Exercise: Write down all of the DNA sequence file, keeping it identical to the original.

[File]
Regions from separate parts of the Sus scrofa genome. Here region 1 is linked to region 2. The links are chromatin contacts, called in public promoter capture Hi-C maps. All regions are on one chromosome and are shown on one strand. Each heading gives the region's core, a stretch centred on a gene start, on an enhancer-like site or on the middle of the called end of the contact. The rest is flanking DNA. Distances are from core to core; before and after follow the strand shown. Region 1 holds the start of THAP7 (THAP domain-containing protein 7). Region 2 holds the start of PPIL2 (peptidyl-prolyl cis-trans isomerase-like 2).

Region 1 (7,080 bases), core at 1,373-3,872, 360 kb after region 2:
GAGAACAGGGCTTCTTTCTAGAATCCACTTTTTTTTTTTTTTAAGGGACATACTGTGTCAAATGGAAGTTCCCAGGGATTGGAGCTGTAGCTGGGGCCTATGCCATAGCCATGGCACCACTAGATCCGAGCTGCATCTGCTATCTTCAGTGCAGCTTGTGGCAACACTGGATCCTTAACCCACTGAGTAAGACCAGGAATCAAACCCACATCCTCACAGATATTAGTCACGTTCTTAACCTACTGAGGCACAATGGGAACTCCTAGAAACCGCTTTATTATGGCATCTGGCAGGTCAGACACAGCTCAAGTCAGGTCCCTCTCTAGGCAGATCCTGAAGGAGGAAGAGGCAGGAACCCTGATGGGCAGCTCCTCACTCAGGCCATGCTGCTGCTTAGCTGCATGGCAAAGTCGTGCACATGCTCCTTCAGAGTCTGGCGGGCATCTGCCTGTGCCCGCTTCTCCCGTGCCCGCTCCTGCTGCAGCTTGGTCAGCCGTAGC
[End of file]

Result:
Regions from separate parts of the Sus scrofa genome. Here region 1 is linked to region 2. The links are chromatin contacts, called in public promoter capture Hi-C maps. All regions are on one chromosome and are shown on one strand. Each heading gives the region's core, a stretch centred on a gene start, on an enhancer-like site or on the middle of the called end of the contact. The rest is flanking DNA. Distances are from core to core; before and after follow the strand shown. Region 1 holds the start of THAP7 (THAP domain-containing protein 7). Region 2 holds the start of PPIL2 (peptidyl-prolyl cis-trans isomerase-like 2).

Region 1 (7,080 bases), core at 1,373-3,872, 360 kb after region 2:
GAGAACAGGGCTTCTTTCTAGAATCCACTTTTTTTTTTTTTTAAGGGACATACTGTGTCAAATGGAAGTTCCCAGGGATTGGAGCTGTAGCTGGGGCCTATGCCATAGCCATGGCACCACTAGATCCGAGCTGCATCTGCTATCTTCAGTGCAGCTTGTGGCAACACTGGATCCTTAACCCACTGAGTAAGACCAGGAATCAAACCCACATCCTCACAGATATTAGTCACGTTCTTAACCTACTGAGGCACAATGGGAACTCCTAGAAACCGCTTTATTATGGCATCTGGCAGGTCAGACACAGCTCAAGTCAGGTCCCTCTCTAGGCAGATCCTGAAGGAGGAAGAGGCAGGAACCCTGATGGGCAGCTCCTCACTCAGGCCATGCTGCTGCTTAGCTGCATGGCAAAGTCGTGCACATGCTCCTTCAGAGTCTGGCGGGCATCTGCCTGTGCCCGCTTCTCCCGTGCCCGCTCCTGCTGCAGCTTGGTCAGCCGTAGC